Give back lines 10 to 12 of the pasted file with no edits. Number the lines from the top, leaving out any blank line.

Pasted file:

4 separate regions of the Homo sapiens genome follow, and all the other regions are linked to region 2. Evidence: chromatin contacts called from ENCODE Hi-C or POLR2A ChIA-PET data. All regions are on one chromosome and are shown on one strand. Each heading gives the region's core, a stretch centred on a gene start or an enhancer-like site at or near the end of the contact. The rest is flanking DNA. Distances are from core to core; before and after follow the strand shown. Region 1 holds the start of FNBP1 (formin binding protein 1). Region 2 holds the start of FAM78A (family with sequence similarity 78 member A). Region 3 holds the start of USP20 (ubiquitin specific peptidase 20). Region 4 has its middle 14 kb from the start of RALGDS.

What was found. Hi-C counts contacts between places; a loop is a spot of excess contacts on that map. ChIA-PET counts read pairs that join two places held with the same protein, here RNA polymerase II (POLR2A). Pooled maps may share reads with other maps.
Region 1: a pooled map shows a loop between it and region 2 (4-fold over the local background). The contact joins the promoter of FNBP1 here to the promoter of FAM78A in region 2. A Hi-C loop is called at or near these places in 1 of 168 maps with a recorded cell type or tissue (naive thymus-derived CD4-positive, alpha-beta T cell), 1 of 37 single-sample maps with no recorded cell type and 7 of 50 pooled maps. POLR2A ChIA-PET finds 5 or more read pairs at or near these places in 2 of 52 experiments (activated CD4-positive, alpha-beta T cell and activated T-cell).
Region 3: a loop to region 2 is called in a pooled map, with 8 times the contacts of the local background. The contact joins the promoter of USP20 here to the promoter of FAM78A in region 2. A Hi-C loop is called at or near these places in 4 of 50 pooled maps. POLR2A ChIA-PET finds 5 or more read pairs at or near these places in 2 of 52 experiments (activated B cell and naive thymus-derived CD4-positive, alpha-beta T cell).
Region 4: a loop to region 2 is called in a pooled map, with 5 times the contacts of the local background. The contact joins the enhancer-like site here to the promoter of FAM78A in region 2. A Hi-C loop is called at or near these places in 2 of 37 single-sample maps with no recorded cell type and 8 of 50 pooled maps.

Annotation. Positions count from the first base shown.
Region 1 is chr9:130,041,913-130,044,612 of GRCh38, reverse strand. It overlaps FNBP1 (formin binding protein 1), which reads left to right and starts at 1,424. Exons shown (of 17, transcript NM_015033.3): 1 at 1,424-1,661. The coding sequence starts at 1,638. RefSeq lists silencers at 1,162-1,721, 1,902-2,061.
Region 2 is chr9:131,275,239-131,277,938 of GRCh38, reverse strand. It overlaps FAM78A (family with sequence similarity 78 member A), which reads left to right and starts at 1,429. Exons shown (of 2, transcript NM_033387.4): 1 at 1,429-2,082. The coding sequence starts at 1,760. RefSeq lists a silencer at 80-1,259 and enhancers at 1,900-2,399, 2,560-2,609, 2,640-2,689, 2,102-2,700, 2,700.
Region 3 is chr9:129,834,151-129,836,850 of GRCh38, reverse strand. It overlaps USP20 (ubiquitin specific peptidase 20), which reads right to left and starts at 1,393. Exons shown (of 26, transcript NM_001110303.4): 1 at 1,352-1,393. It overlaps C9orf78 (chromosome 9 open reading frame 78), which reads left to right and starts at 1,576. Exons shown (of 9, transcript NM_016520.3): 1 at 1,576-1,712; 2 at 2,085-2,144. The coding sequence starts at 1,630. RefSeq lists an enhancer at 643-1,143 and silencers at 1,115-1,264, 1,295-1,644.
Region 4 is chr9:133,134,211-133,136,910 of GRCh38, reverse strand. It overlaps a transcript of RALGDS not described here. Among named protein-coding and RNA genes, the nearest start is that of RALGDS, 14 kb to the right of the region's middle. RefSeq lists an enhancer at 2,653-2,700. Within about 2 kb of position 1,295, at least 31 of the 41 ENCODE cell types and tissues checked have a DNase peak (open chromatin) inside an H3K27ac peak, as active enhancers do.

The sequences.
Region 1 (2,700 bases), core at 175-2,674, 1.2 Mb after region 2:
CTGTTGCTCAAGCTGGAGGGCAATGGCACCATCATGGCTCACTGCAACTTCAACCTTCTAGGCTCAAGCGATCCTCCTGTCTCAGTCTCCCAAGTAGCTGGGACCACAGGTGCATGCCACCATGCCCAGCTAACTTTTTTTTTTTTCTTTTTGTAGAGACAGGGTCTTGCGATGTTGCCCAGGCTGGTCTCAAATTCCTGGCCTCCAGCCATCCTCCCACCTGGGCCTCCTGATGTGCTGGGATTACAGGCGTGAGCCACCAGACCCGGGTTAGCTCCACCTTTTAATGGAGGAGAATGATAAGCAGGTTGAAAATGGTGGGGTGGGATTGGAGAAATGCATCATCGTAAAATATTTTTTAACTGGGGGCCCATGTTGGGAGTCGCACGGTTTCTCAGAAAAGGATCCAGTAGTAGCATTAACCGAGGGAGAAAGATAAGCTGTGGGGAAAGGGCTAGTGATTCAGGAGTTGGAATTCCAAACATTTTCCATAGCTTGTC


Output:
Region 4 is chr9:133,134,211-133,136,910 of GRCh38, reverse strand. It overlaps a transcript of RALGDS not described here. Among named protein-coding and RNA genes, the nearest start is that of RALGDS, 14 kb to the right of the region's middle. RefSeq lists an enhancer at 2,653-2,700. Within about 2 kb of position 1,295, at least 31 of the 41 ENCODE cell types and tissues checked have a DNase peak (open chromatin) inside an H3K27ac peak, as active enhancers do.

The sequences.
Region 1 (2,700 bases), core at 175-2,674, 1.2 Mb after region 2: